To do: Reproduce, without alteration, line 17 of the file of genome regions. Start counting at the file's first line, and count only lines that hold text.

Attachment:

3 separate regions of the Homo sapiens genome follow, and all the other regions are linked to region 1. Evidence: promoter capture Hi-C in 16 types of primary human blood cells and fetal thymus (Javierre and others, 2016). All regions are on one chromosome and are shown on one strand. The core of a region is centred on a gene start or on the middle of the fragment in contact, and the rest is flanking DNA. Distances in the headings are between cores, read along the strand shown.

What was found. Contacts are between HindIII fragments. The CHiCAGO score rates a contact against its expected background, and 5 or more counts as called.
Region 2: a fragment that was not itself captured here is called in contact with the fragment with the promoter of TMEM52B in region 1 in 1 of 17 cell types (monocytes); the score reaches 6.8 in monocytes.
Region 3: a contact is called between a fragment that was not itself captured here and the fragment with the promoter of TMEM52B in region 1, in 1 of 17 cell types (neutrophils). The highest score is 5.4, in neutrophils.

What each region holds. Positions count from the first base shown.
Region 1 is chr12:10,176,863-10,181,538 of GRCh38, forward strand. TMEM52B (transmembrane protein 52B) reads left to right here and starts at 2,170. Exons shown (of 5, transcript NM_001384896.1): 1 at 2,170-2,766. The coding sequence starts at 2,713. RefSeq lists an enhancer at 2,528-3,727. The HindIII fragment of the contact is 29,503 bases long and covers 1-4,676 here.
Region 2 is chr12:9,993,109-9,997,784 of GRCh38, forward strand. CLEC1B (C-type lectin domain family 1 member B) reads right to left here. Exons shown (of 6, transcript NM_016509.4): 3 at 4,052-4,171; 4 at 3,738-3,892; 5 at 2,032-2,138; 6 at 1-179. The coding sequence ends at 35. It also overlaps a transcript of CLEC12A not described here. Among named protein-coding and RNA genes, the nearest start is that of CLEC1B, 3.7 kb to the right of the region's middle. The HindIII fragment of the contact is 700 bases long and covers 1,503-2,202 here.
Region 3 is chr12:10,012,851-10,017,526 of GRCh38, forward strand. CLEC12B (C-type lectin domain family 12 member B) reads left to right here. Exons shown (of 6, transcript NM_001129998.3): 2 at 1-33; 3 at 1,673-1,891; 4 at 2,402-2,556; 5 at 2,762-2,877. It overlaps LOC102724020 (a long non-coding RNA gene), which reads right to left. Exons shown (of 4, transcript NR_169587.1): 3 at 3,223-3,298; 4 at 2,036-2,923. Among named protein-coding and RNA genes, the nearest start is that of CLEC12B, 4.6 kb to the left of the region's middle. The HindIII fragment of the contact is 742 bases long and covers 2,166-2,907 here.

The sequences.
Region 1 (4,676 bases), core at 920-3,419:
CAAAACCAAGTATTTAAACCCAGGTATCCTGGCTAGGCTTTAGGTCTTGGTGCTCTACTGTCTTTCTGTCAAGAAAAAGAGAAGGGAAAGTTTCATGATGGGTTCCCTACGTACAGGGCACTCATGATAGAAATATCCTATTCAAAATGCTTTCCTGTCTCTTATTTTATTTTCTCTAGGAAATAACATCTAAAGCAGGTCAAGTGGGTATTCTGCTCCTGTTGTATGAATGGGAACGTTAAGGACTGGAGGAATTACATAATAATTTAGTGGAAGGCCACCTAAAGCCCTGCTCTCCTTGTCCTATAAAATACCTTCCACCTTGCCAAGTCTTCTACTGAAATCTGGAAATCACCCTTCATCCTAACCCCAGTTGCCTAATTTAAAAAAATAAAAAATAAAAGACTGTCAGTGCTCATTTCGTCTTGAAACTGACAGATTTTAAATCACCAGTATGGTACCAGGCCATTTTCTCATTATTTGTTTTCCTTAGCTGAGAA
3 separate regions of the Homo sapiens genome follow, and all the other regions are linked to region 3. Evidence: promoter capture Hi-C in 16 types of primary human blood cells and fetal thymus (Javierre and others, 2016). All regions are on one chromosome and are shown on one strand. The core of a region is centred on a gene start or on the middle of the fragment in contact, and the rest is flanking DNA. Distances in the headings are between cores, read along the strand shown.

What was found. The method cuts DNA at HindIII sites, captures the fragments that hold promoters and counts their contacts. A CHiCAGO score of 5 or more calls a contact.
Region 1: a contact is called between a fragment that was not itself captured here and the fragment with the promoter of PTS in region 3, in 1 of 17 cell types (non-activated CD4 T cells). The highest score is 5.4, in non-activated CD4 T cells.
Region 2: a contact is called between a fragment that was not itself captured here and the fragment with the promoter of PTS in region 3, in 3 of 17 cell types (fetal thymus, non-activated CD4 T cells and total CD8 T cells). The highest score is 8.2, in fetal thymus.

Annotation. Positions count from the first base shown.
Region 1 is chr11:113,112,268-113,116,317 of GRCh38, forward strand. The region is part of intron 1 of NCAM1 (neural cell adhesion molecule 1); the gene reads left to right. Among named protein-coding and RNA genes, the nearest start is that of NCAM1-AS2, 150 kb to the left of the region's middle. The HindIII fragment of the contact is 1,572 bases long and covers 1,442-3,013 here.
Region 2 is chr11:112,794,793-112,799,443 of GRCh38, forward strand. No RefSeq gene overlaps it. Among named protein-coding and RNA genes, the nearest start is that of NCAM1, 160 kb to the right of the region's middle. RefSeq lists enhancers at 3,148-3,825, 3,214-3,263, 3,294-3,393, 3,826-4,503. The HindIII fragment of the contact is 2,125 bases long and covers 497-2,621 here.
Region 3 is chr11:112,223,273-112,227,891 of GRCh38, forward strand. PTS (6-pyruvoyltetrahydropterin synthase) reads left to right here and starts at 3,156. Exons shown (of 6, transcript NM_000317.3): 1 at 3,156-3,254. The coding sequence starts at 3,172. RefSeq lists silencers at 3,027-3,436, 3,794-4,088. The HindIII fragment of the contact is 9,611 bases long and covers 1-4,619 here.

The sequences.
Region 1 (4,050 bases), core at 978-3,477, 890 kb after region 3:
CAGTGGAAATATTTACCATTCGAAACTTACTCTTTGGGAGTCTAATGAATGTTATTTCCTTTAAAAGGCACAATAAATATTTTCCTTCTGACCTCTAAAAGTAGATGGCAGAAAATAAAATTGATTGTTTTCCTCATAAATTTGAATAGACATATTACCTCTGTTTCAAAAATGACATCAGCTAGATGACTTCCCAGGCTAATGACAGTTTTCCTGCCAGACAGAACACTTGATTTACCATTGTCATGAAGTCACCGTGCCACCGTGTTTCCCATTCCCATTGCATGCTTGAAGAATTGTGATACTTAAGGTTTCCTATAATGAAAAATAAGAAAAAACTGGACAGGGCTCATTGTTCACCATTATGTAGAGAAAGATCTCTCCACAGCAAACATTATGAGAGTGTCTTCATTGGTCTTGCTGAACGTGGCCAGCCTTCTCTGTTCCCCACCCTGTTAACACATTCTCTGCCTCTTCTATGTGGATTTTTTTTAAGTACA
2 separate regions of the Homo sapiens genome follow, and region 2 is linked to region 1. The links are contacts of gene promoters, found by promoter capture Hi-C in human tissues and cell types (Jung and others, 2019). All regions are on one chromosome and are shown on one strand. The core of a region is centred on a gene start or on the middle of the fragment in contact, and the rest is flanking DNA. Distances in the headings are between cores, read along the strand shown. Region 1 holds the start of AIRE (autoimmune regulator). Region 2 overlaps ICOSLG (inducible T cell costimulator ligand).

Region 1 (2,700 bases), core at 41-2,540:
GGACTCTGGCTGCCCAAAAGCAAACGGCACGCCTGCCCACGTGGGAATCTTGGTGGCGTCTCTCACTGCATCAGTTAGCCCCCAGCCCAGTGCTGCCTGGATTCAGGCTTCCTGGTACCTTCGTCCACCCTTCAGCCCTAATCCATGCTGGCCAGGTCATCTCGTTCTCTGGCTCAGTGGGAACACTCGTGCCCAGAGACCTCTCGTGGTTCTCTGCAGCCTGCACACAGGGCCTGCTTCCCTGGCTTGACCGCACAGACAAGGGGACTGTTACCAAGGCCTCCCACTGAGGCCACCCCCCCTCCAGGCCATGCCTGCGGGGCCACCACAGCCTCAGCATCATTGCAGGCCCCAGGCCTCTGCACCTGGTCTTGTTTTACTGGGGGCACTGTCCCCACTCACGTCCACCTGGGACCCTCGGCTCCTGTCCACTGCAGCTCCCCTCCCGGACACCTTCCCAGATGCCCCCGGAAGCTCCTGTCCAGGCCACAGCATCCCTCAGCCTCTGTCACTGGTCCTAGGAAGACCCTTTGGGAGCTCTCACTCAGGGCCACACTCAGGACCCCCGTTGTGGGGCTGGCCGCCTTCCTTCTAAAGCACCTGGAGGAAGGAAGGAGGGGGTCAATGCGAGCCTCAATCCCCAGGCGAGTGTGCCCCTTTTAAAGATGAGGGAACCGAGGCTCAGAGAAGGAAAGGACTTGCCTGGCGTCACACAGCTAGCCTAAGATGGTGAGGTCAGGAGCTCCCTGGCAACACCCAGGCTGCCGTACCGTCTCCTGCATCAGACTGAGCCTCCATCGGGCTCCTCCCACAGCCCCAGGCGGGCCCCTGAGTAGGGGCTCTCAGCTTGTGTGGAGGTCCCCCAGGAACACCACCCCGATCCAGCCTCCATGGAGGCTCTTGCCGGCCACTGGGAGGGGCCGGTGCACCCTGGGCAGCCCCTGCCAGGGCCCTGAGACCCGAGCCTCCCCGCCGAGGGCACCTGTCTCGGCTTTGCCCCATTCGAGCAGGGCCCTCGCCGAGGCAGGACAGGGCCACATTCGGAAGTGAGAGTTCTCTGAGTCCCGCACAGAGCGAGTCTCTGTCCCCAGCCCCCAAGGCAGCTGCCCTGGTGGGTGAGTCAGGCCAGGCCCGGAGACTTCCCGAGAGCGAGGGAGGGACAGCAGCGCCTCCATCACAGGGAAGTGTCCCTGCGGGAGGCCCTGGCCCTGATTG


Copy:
Region 1 is chr11:113,112,268-113,116,317 of GRCh38, forward strand. The region is part of intron 1 of NCAM1 (neural cell adhesion molecule 1); the gene reads left to right. Among named protein-coding and RNA genes, the nearest start is that of NCAM1-AS2, 150 kb to the left of the region's middle. The HindIII fragment of the contact is 1,572 bases long and covers 1,442-3,013 here.